Edith Wharton (1862-1939) wrote more than 20 novels, including Ethan Frome (1911) and The Age of Innocence (1920). Highlights in this collection include portraits of Wharton, and manuscripts from The House of Mirth and The Age of Innocence.
This collection includes diaries by five women: Mary Jane Dilworth Hammond (1853-55) in Hawaii; Inez Knight Allen (1898-99) in Great Britain; Emma Elizabeth Reeve (1902-1904) in New Zealand; Jennie Hill Leavitt (1916-1920) in Samoa and Tonga; and...
Mormon women; Women missionaries
Great Britain; New Zealand; Samoa; Scotland -- Edinburgh; Tonga; United States -- Hawaii
Highlights from this collection include diaries by two American women missionaries. Mary McCornack Thompson was a Presbyterian missionary and teacher with the American Board of Commissioners for Foreign Missions in South Africa. Thompson's diaries...
Pacifists; Social life and Customs; Women missionaries; Women teachers; Women travelers
Henshaw completed these hand-drawn maps of the states in 1823 while she was a student at Middlebury Female Academy. For possible new uses of Henshaw's work, see Bethany Nowviskie, ""Inventing the Map" in the Digital Humanities: a Young Lady's...
Rachel Carson (1907-1964) was a biologist, conservationist, and writer. Her book, Silent Spring (1962), exposed the dangers of the indiscriminate use of pesticides. Highlights from this digital collection include photographs of Carson as a child...
Women biologists; Women environmentalists; Women scientists;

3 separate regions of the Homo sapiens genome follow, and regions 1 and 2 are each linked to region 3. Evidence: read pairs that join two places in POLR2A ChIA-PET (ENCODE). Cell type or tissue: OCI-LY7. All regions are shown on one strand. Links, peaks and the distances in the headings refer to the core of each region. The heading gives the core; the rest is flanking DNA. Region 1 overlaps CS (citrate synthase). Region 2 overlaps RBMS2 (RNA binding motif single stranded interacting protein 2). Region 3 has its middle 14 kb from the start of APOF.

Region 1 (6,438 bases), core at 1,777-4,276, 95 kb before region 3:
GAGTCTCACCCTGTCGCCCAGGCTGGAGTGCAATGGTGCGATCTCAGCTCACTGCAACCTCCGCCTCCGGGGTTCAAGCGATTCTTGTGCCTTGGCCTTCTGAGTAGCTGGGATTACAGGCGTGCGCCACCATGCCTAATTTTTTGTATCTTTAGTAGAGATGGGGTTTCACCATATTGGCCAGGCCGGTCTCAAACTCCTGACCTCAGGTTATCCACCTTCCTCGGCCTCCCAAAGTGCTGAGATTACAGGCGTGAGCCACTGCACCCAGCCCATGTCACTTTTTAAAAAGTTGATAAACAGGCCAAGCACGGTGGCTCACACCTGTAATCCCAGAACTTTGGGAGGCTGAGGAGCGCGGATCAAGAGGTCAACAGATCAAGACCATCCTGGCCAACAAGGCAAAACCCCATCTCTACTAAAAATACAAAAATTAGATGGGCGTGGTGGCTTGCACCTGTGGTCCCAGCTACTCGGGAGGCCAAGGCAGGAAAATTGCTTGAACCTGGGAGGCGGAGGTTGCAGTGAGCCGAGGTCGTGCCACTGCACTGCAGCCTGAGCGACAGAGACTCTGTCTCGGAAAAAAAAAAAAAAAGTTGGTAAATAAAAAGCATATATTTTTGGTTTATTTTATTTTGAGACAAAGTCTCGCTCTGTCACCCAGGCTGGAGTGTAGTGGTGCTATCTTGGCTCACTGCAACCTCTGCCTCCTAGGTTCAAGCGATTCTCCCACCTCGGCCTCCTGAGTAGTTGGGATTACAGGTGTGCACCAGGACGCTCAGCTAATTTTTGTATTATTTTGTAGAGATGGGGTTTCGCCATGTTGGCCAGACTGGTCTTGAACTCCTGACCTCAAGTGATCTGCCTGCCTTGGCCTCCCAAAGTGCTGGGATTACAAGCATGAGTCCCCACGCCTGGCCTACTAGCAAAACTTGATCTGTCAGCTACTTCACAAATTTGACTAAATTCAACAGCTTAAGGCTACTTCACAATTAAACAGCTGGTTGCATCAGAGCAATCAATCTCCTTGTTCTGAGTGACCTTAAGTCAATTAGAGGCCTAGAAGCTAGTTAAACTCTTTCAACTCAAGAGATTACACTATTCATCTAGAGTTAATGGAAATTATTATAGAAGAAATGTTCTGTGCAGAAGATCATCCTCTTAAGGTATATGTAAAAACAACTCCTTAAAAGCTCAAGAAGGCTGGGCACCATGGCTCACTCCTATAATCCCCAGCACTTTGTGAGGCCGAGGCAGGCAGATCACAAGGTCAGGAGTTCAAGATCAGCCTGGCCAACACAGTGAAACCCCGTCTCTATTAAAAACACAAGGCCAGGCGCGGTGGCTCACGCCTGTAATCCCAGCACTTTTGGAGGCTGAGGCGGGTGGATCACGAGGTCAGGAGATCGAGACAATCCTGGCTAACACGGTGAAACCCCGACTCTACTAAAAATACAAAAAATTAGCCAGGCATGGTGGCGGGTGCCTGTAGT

This guide is a slightly expanded and fully searchable version of the print publication, American Women: A Library of Congress Guide for the Study of Women's History and Culture in the United States (Washington, D.C.: Library of Congress, 2001).
This multifaceted site includes text from the first edition; comparison of manuscript, serial and novel texts; contemporary reviews; book covers from various editions; and antislavery texts that predate the novel.
Antislavery movements; Uncle Tom's Cabin; Women authors
Clara Breed, a children's librarian at San Diego Public Library, corresponded regularly with her Japanese American patrons after they were forced into concentration camps with their families in 1942. This collection includes over 300 letters and...
Children; Girls; Japanese Americans Evacuation and relocation, 1942-1945; Women librarians; World War, 1939-1945
United States -- Arizona -- Poston; United States -- California -- Arcadia;
In 1855, Delia Hammond married Dr. Dean Jewett Locke and moved to California. Locke (1832-1922) began keeping a diary that same year. The diaries in this collection document daily life in rural Northern California from 1855 to 1879.
Religion; Social life and customs; Temperance; Temperature measurements
This site includes five collections: Connexxus/Centro de Mujeres Collection; the
Crukshank (Margaret) Collection; the Lillian Faderman papers (1976-89); the
Southern California Women for Understanding (SCWU) Collection; and the Women Against...
Lesbian studies; Lesbians; Lesbians' writings; Lesbians--Education (Higher); Pornography; Rape; Sex in Advertising; Violence against women
Ellen Call Long's diary notes the progress and conclusion of the Civil War, and the assassination of Lincoln. Long's correspondence documents her experience as a member of Confederate memorial associations and women's organizations; correspondence...
Civil War, 1861-1865; Societies and clubs; Women authors;
This site includes Hurston's essay, "Turpentine," one of the few first-hand accounts of the lives of turpentine workers. Stetson Kennedy describes Hurston's work with the Federal Writers' Project in Florida. The site also includes photos of...
This collection includes letters by slave women from 1837-1838 and 1857, as well as Elizabeth Johnson Harris's handwritten memoir. Harris (1867-1942) covers her early childhood, the church community, courtship, marriage, and her children.
African American women; Religion; Women slaves
United States -- Georgia -- Augusta; United States -- North Carolina; United States -- Virginia